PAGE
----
Poet's Pick April 20
Edwin Arlington Robinson: "Eros Turannos"
Selected by Caitlin Doyle
National Poetry Month 2018

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Editors


Caitlin Doyle's Poetry Month Pick, April 20, 2018

"Eros Turannos"
by Edwin Arlington Robinson (1869–1935)

She fears him, and will always ask
   What fated her to choose him;
She meets in his engaging mask                  
   All reasons to refuse him;
But what she meets and what she fears
Are less than are the downward years,
Drawn slowly to the foamless weirs
   Of age, were she to lose him.

Between a blurred sagacity
   That once had power to sound him,
And Love, that will not let him be
   The Judas that she found him,
Her pride assuages her almost,
As if it were alone the cost.—
He sees that he will not be lost,
   And waits and looks around him.

A sense of ocean and old trees
   Envelops and allures him;
Tradition, touching all he sees
   Beguiles and reassures him;
And all her doubts of what he says
Are dimmed with what she knows of days— 
Till even prejudice delays 
   And fades, and she secures him.

The falling leaf inaugurates
   The reign of her confusion;
The pounding wave reverberates
   The dirge of her illusion;
And home, where passion lived and died,
Becomes a place where she can hide, 
While all the town and harbor side
   Vibrate with her seclusion.

We tell you, tapping on our brows,
   The story as it should be,—
As if the story of a house
   Were told, or ever could be;
We’ll have no kindly veil between
Her visions and those we have seen,—
As if we guessed what hers have been, 
   Or what they are or would be.

Meanwhile we do no harm; for they
   That with a god have striven,
Not hearing much of what we say,
   Take what the god has given;
Though like waves breaking it may be,
Or like a changed familiar tree,
Or like a stairway to the sea 
   Where down the blind are driven.

   

 

* Caitlin Doyle Comments:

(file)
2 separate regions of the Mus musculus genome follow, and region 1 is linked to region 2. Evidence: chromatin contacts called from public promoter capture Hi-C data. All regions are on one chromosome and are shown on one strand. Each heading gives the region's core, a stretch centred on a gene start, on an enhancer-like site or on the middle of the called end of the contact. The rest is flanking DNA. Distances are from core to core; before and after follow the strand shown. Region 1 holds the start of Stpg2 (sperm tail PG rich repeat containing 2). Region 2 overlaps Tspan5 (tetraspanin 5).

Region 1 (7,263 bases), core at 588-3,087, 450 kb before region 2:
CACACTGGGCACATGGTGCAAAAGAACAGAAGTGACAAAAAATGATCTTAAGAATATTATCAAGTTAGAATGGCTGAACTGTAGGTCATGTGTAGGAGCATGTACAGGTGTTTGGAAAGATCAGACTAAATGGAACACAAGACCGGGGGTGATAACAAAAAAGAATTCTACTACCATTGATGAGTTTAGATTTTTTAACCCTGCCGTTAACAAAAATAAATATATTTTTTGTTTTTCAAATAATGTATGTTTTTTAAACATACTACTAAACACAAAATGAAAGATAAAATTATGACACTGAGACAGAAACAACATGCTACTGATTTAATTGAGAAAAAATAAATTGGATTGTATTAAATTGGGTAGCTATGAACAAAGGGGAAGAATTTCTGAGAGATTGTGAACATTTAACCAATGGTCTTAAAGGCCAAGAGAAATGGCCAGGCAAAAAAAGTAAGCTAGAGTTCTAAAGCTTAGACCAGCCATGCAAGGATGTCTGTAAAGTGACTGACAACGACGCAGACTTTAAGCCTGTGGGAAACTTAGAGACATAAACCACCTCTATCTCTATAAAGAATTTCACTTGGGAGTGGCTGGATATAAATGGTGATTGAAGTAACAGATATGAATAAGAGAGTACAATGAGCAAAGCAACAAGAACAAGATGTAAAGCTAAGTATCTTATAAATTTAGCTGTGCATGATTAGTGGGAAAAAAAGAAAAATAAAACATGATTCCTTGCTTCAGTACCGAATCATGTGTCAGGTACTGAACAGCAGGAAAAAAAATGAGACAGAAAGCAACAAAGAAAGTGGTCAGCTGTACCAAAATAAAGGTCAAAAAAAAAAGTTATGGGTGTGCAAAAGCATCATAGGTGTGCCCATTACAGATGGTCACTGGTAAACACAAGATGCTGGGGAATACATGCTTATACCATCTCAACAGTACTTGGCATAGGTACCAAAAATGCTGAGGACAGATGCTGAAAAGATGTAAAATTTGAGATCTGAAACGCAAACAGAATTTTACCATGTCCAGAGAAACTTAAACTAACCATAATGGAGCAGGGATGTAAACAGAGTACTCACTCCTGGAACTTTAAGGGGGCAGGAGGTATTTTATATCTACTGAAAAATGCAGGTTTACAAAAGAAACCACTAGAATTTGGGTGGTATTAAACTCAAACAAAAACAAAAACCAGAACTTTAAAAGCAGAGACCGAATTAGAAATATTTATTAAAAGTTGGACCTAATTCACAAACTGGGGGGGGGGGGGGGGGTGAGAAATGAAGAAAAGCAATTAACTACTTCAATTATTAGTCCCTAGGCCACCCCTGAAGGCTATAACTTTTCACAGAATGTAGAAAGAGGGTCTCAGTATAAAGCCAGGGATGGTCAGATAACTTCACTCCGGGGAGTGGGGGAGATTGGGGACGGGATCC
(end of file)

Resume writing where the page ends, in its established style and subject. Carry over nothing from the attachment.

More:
When I discovered “Eros Turannos” in an anthology at a garage sale during my sophomore year of high school, I felt a vertiginous pull in my stomach unlike anything I’d ever experienced while reading a poem. The language’s forward-thrusting rhythm, hypnotic echoes, and charged enjambments gave me the sensation of losing my balance, falling rapidly and slowly at the same time, as if I had been pitched by some mysterious force down a steep decline (“a stairway to the sea / Where down the blind are driven”). I was “blind” at that age, of course, to Robinson’s methods, including his innovative engagement with balladic elements, his deft maneuvering between tetrameter and trimer, and his unnervingly addictive ababcccb rhyme scheme in which a proliferation of multisyllabic rhymes, common to comedic verse, paradoxically intensifies the poem’s darkness. But though I couldn’t yet name the mechanisms at work in Robinson’s language, I felt them driving me into a headlong tumble, as momentum gathered with every stanza, until I seemed to land, precariously, on a final creaking step.  

Without entirely grasping the complexities of the romantic relationship explored in “Eros Turannos,” I discerned an elemental truth behind the poem’s eventual drop into an oceanic abyss. I sensed that the sea, with its impersonal vastness, mirrors the emotional and spiritual negation facing the poem’s central character, a woman who becomes isolated, both within and beyond her marriage, until “all the town and harbor side / vibrate with her seclusion.” As I’ve read the poem over and over through the years, I’ve grown to realize that the sea imagery applies not only to the woman but also to her husband, the townspeople surrounding them, and the poem’s readers. Robinson suggests that we’re all caught in cycles of mendacity that threaten to deliver us, whether figuratively or literally, to the edge of annihilation.

Through the use of “we,” Robinson avoids assuming moral superiority. He invites us to view the poem’s speaker (and arguably, by extension, the poet himself) as one of the gossiping locals: “We tell you, tapping on our brows, / The story as it should be, / As if the story of a house / Were told or ever could be.” Nobody, real or fictional, escapes culpability in “Eros Turannos.” But if humans are guilty of performing false selves for those around them, as the husband and wife do, and if people can’t resist indulging, like the villagers and the poet-speaker, in speculation about the private lives of others, Robinson implies that perhaps neither flaw compares to what may count as our most dangerous failing: self-deception.